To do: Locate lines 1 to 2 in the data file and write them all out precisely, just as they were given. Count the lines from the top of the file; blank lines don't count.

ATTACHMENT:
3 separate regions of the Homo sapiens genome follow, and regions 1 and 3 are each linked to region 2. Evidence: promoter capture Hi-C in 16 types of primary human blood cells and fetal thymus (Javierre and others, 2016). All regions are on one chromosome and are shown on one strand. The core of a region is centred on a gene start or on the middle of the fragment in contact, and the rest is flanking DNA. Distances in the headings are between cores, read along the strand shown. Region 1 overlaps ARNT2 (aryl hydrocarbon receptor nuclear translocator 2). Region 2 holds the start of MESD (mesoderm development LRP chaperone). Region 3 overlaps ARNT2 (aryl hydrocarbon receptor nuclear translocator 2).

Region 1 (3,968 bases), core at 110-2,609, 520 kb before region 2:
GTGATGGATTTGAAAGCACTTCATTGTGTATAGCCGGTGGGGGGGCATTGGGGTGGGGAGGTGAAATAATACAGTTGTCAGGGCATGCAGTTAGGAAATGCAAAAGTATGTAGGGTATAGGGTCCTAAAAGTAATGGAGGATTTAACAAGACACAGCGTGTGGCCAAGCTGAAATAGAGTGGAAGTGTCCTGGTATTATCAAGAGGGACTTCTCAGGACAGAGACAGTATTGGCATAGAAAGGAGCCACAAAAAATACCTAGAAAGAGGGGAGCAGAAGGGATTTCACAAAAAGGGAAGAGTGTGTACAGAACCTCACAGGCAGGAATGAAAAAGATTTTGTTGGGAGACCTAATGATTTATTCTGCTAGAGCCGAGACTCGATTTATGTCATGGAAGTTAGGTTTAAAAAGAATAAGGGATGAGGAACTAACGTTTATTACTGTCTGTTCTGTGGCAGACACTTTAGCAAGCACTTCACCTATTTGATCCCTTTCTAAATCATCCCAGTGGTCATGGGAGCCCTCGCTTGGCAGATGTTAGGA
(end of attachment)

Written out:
3 separate regions of the Homo sapiens genome follow, and regions 1 and 3 are each linked to region 2. Evidence: promoter capture Hi-C in 16 types of primary human blood cells and fetal thymus (Javierre and others, 2016). All regions are on one chromosome and are shown on one strand. The core of a region is centred on a gene start or on the middle of the fragment in contact, and the rest is flanking DNA. Distances in the headings are between cores, read along the strand shown. Region 1 overlaps ARNT2 (aryl hydrocarbon receptor nuclear translocator 2). Region 2 holds the start of MESD (mesoderm development LRP chaperone). Region 3 overlaps ARNT2 (aryl hydrocarbon receptor nuclear translocator 2).

Region 1 (3,968 bases), core at 110-2,609, 520 kb before region 2: